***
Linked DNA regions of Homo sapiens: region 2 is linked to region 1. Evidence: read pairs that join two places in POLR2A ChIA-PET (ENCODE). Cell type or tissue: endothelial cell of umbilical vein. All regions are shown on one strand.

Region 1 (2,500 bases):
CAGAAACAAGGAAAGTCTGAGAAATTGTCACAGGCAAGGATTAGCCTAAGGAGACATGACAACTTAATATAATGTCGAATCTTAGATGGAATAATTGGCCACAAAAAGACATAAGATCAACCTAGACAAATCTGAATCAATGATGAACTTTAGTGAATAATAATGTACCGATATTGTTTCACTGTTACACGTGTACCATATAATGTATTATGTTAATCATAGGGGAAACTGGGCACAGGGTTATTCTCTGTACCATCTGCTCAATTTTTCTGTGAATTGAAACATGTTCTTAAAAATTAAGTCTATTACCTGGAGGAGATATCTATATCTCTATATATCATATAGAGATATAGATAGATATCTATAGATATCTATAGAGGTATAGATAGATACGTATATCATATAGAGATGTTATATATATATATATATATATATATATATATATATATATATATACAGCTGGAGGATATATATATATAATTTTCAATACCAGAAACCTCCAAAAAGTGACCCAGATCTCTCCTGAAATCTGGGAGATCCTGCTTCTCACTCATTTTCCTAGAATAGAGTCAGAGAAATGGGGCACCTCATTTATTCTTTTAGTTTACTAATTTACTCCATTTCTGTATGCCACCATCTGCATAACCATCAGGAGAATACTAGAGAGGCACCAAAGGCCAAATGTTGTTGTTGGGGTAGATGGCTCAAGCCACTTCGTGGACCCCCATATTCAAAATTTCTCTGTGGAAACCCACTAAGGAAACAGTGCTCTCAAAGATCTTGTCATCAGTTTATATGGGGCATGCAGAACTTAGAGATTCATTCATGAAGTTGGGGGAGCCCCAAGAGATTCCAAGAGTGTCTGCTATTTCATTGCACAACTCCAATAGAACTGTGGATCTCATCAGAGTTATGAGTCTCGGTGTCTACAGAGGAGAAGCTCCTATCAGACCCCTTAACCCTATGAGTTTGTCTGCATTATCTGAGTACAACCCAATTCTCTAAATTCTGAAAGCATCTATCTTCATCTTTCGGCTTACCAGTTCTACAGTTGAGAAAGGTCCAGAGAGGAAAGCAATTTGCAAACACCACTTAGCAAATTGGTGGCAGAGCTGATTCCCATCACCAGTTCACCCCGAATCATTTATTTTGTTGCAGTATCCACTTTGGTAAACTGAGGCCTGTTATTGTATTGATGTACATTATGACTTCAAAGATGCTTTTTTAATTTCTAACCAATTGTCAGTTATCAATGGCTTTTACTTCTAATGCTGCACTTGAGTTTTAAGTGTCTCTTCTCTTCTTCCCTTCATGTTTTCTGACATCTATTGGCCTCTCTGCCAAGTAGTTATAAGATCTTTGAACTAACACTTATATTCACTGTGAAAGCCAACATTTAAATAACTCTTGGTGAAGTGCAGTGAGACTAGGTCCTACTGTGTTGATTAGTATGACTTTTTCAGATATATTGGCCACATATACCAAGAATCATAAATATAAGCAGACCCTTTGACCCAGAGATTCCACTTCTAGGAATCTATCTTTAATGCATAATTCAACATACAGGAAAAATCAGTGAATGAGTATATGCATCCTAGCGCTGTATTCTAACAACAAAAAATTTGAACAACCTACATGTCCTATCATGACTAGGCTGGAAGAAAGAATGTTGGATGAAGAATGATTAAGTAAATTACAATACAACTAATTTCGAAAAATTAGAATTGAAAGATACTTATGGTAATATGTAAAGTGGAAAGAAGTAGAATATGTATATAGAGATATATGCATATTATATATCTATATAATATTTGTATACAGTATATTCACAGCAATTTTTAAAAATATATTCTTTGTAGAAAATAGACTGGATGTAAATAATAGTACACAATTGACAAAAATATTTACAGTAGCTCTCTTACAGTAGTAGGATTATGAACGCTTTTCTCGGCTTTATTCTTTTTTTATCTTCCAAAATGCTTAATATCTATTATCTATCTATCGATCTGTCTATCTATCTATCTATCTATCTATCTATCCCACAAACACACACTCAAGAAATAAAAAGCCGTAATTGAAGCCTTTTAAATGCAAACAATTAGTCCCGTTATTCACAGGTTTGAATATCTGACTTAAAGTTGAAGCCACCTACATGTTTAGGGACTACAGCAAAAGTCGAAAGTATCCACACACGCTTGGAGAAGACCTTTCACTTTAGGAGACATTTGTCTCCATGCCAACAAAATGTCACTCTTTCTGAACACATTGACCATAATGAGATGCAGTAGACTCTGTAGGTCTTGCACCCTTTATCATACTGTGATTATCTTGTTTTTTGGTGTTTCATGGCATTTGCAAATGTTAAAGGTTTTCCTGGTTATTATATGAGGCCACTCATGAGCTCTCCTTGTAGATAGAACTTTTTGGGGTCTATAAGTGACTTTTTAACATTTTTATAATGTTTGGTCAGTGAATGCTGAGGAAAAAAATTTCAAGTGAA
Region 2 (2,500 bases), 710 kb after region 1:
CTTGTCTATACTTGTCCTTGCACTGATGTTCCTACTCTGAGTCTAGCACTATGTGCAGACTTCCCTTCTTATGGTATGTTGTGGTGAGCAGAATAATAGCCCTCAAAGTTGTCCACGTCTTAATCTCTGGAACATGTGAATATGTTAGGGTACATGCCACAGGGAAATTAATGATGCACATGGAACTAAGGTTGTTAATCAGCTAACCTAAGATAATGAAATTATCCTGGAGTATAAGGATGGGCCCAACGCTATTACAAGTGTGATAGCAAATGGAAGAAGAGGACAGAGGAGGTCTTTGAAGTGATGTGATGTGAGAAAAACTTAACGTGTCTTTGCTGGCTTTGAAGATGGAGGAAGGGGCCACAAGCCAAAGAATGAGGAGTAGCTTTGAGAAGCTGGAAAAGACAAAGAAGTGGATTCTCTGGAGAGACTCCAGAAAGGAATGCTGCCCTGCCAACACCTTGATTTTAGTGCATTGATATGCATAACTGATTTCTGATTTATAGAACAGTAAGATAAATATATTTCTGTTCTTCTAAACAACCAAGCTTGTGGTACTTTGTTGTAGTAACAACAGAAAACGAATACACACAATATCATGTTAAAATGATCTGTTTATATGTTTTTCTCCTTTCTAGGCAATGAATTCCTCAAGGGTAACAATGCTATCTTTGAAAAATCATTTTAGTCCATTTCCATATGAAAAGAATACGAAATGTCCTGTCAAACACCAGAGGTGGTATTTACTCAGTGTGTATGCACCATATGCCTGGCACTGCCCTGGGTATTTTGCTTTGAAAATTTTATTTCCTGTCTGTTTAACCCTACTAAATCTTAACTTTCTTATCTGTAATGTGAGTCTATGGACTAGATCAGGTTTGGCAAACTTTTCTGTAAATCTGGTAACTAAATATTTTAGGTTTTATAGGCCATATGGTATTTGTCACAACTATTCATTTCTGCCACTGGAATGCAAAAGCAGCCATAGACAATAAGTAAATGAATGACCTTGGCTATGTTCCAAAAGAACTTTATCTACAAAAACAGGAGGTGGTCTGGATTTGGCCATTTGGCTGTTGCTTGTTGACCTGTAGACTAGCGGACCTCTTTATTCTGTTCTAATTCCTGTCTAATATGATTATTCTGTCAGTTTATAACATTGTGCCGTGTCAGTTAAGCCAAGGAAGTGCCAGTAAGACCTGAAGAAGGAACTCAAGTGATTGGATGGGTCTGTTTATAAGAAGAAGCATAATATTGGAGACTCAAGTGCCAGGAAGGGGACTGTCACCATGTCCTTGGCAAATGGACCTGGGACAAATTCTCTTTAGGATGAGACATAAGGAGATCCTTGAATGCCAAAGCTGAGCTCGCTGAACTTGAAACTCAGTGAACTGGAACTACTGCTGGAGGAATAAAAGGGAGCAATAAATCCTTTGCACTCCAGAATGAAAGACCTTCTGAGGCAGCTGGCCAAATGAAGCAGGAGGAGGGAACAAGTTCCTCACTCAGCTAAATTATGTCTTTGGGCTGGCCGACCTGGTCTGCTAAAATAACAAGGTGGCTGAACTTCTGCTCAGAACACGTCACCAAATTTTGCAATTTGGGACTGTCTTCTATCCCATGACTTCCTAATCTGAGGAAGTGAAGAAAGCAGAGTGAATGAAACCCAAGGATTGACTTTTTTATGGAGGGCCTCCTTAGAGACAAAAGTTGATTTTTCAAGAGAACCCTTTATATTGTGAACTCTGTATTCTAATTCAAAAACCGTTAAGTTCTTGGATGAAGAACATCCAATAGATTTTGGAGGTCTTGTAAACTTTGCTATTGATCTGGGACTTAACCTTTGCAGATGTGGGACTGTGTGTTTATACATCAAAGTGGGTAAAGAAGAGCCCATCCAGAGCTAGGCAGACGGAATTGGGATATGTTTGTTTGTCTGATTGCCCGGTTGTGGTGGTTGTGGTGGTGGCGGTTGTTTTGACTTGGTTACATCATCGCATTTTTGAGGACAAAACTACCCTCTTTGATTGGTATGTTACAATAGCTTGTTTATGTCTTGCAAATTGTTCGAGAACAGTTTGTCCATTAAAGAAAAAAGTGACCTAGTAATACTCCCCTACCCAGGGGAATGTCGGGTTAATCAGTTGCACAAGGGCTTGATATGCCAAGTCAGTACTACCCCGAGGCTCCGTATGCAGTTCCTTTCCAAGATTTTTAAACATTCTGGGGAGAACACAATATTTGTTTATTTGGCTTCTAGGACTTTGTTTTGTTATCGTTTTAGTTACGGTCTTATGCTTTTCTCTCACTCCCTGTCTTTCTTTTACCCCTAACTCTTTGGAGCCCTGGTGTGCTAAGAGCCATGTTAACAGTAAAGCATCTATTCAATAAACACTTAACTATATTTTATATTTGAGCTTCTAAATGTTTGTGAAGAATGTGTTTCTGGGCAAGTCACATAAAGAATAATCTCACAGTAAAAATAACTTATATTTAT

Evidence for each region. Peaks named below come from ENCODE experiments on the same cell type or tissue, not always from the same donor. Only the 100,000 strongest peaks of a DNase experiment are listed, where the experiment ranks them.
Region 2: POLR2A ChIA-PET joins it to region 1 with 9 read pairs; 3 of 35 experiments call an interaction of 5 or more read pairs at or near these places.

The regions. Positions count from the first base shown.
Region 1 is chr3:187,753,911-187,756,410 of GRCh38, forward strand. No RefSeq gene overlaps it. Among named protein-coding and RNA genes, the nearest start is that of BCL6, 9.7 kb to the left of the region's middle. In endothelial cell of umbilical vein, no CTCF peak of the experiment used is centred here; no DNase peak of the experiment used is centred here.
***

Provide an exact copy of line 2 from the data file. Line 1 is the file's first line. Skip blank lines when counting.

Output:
Region 1 (2,500 bases):